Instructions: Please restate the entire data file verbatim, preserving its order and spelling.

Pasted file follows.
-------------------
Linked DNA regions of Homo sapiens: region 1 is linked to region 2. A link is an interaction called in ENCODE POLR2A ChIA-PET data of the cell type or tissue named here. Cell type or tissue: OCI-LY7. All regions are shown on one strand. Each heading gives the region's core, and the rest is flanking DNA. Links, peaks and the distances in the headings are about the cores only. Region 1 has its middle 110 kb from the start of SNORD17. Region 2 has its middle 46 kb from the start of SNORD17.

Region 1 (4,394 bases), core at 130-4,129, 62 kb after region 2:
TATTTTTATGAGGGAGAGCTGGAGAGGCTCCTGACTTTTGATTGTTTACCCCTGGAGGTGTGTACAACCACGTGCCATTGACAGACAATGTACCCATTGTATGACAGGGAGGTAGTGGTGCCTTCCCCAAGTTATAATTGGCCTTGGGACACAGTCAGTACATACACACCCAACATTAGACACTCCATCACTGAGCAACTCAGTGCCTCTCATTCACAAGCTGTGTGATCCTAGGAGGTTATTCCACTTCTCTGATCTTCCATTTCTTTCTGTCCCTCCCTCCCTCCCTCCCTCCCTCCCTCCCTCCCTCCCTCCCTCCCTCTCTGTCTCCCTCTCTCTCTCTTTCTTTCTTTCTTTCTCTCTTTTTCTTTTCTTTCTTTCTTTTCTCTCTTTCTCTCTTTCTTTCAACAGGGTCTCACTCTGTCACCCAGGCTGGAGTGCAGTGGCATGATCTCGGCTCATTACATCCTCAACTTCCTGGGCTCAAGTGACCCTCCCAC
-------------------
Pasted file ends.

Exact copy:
Linked DNA regions of Homo sapiens: region 1 is linked to region 2. A link is an interaction called in ENCODE POLR2A ChIA-PET data of the cell type or tissue named here. Cell type or tissue: OCI-LY7. All regions are shown on one strand. Each heading gives the region's core, and the rest is flanking DNA. Links, peaks and the distances in the headings are about the cores only. Region 1 has its middle 110 kb from the start of SNORD17. Region 2 has its middle 46 kb from the start of SNORD17.

Region 1 (4,394 bases), core at 130-4,129, 62 kb after region 2:
TATTTTTATGAGGGAGAGCTGGAGAGGCTCCTGACTTTTGATTGTTTACCCCTGGAGGTGTGTACAACCACGTGCCATTGACAGACAATGTACCCATTGTATGACAGGGAGGTAGTGGTGCCTTCCCCAAGTTATAATTGGCCTTGGGACACAGTCAGTACATACACACCCAACATTAGACACTCCATCACTGAGCAACTCAGTGCCTCTCATTCACAAGCTGTGTGATCCTAGGAGGTTATTCCACTTCTCTGATCTTCCATTTCTTTCTGTCCCTCCCTCCCTCCCTCCCTCCCTCCCTCCCTCCCTCCCTCCCTCCCTCTCTGTCTCCCTCTCTCTCTCTTTCTTTCTTTCTTTCTCTCTTTTTCTTTTCTTTCTTTCTTTTCTCTCTTTCTCTCTTTCTTTCAACAGGGTCTCACTCTGTCACCCAGGCTGGAGTGCAGTGGCATGATCTCGGCTCATTACATCCTCAACTTCCTGGGCTCAAGTGACCCTCCCAC